I have no favorite airline out of the airlines not named JetBlue
Early on in my life travel was positioned in my mind as a nuisance. The transportation portion of moving from one place to another was an anxious and frustrating activity for me. It didn’t matter if my destination was exciting or what the mode of transportation was; I rarely had a positive outlook on an activity that most find exciting. My first two stops in the working world did not lack beautiful travel destinations. I made frequent winter trips to sunny San Diego while working in snowy northern Vermont, and have spent much of my time since moving to Boston split between Italy, Germany, Switzerland, and the UK. For a long time the frustrations of flying and renting a car cast a negative light on what most would desire from their first jobs after college.
As with anything, repetition makes things more habit and less chore, and I’ve begun to take greater pleasure in my trips and the opportunities that they provide. With that being said, I have never been able to shake the notion that the airlines significantly lag behind the rest of the travel industry in how they operate. While other areas seem to have taken large steps forward in the last five years, I still find myself regularly disappointed with the same old procedures of airlines. On one of my more recent trips I’ve started to think about these perceptions in the context of value delivery and market channels. The car rental space has its flaws but there are leaders pulling the industry forward with improved methods for delivering their service (Enterprise). I am a frequent and loyal customer of Enterprise for both personal and business use. I have an appreciation for Enterprise’s small but common improvements of how they communicate with me and deliver their service.
As I sat on the runway for three and a half hours at Logan on a plane that never took-off, I began to rack my brain for a sustained noticeable change in how any of the airlines deliver value to their customers. I could really only come up with one, and it’s a stretch to attribute the improvement to the airlines themselves. There has been a noticeable and much appreciated enhancement to security and document control checks at most airports. I now rarely even budget time for these activities. This was again highlighted to me as I exited France less than 48 hours after the attacks in Paris. The atmosphere and some of the procedures were different but I was through security in an impressive amount of time.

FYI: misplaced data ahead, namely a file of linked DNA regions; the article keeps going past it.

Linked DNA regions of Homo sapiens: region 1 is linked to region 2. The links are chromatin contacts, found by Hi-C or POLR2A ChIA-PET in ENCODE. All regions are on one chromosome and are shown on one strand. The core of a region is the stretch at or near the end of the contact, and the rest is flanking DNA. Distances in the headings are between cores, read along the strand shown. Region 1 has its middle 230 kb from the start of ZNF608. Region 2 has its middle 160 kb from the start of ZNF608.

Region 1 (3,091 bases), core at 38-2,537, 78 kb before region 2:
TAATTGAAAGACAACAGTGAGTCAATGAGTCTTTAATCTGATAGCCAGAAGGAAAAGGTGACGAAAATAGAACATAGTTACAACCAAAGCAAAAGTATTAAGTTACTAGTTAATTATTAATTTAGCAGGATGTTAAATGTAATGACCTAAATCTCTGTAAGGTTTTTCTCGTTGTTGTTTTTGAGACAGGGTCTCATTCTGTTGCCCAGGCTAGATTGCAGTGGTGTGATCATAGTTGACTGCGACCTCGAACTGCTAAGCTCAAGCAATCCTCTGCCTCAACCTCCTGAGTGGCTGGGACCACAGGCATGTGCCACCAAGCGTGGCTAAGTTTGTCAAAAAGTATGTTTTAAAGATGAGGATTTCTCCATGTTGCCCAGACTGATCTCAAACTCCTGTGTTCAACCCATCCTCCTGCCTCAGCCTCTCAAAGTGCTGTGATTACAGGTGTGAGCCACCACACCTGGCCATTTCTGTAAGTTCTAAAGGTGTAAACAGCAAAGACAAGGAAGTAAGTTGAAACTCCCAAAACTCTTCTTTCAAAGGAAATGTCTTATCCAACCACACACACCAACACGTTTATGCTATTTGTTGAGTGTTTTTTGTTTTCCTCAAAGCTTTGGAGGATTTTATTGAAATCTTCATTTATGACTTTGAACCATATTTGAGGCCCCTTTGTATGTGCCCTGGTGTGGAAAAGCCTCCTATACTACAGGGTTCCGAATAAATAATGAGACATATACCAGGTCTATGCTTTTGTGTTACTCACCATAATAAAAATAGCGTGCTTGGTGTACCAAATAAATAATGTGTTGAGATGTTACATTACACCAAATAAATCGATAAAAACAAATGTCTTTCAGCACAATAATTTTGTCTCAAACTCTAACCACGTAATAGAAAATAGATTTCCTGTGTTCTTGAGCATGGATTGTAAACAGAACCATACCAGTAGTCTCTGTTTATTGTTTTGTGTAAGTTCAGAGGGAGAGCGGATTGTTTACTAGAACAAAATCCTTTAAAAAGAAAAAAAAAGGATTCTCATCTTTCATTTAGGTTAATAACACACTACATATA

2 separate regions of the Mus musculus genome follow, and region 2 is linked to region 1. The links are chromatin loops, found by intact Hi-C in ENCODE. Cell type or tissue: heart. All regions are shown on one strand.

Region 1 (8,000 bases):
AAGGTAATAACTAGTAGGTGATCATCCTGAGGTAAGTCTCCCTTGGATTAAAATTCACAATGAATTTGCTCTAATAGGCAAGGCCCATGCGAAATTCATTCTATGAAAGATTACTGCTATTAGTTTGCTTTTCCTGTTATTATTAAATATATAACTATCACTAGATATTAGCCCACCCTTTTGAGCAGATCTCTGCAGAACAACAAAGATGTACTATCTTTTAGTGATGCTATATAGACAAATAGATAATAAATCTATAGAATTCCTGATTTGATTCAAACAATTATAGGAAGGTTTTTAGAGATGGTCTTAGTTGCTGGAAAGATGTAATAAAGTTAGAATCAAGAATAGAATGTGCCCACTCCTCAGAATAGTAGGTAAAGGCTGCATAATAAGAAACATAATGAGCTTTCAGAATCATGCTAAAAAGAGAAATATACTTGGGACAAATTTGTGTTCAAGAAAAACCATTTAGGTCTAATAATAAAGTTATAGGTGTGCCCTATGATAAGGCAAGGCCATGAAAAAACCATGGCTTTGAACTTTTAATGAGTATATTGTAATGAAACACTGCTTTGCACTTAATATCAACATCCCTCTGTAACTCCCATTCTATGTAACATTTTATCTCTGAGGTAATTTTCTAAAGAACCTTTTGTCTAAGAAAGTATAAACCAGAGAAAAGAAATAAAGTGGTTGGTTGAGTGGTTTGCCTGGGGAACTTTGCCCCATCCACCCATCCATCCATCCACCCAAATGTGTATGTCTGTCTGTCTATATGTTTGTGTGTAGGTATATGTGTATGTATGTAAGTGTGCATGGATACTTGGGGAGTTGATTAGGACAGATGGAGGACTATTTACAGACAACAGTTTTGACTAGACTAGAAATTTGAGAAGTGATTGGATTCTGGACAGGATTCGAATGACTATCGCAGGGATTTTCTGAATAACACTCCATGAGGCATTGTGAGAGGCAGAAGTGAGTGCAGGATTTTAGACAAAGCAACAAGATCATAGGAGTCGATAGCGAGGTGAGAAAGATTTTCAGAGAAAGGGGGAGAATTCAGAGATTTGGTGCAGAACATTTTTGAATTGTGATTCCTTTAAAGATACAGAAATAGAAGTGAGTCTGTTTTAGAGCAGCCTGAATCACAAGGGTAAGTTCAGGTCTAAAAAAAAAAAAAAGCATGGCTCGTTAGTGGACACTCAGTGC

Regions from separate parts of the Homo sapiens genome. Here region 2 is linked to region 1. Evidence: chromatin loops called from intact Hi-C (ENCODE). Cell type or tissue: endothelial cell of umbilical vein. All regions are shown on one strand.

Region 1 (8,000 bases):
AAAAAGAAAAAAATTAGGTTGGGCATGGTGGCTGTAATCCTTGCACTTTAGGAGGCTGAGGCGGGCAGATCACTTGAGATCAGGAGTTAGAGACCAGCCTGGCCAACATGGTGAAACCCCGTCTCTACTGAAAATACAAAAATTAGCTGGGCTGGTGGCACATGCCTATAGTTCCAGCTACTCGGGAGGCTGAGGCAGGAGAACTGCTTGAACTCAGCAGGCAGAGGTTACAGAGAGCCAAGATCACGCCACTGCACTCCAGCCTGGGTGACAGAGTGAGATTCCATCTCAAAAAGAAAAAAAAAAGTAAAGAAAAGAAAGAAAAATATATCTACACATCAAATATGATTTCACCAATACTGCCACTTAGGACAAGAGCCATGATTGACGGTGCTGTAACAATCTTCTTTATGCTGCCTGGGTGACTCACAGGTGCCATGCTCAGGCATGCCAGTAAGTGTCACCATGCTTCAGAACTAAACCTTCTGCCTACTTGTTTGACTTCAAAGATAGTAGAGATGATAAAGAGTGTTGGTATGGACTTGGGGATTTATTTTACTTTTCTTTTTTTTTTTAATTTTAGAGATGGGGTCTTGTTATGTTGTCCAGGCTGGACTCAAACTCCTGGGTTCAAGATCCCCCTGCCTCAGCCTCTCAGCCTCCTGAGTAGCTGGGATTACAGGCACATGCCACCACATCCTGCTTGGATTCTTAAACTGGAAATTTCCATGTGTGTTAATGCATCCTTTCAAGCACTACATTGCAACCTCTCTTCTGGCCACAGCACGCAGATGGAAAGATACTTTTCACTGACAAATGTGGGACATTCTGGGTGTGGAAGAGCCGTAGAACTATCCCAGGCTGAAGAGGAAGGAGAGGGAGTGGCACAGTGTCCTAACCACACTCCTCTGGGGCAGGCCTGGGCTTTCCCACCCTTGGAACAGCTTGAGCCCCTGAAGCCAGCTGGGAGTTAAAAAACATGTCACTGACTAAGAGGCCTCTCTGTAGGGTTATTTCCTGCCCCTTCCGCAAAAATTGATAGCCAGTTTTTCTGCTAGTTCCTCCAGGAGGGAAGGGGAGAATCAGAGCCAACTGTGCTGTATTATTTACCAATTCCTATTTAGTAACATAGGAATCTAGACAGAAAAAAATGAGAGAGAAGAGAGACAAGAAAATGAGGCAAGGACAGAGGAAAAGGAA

The odd part about the lack of progress in value delivery is that the market channel for airlines seemingly has very little complexity. In the fading days of travel agents, for most transactions, the producer (airlines) delivers directly to the customer. The minor exception is when a travel website is used an intermediary. I call websites such as Kayak.com a minor exception because they usually function more as a marketplace rather than distributor acting on behalf of a company. I would argue that the real delivery of value occurs after a trip is ticketed. The simplicity of the market channel should be an asset used to sustainably enact improvements that influence future choices that the customer will make when choosing an airline. Changes in customer service and brand messaging should be easier to proliferate through a channel when there are few layers. As air travel choices become less price dependent for consumers there will be a shift to competing on quality. This is a clear focus of airlines through branding and marketing but neither of those things can influence my perception once I have engaged in transactions with a specific airline that ended with a sour taste. You can see a shift in focus from competing on price to customer experience in some regionally focused airlines such as JetBlue. Unfortunately for consumers and Gronk, JetBlue still has relatively limited service routes.
As mostly a business traveler, I am not price sensitive. I generally pick my airline based on the arrival and departure times. In most cases the convenience of one airline’s itinerary versus another is only marginal. Going on three hours listening to the mechanics work on the engine, I realized how curious it was that I have no favorite major airline. I can’t think of one other service or product that I regularly purchase that this is the case which led me to a minor marketing revelation:
No amount of marketing or branding is able to overcome poor value delivery systems.
Maybe the major airlines will always bare some resemblance to the commodities world and continue to have margins among the worst of any industry. Hopefully they will eventually have a sincere shift in focus from price competition to quality of service.
It just seems odd that they wouldn’t take notice of the new kids on the block (JetBlue, Southwest….).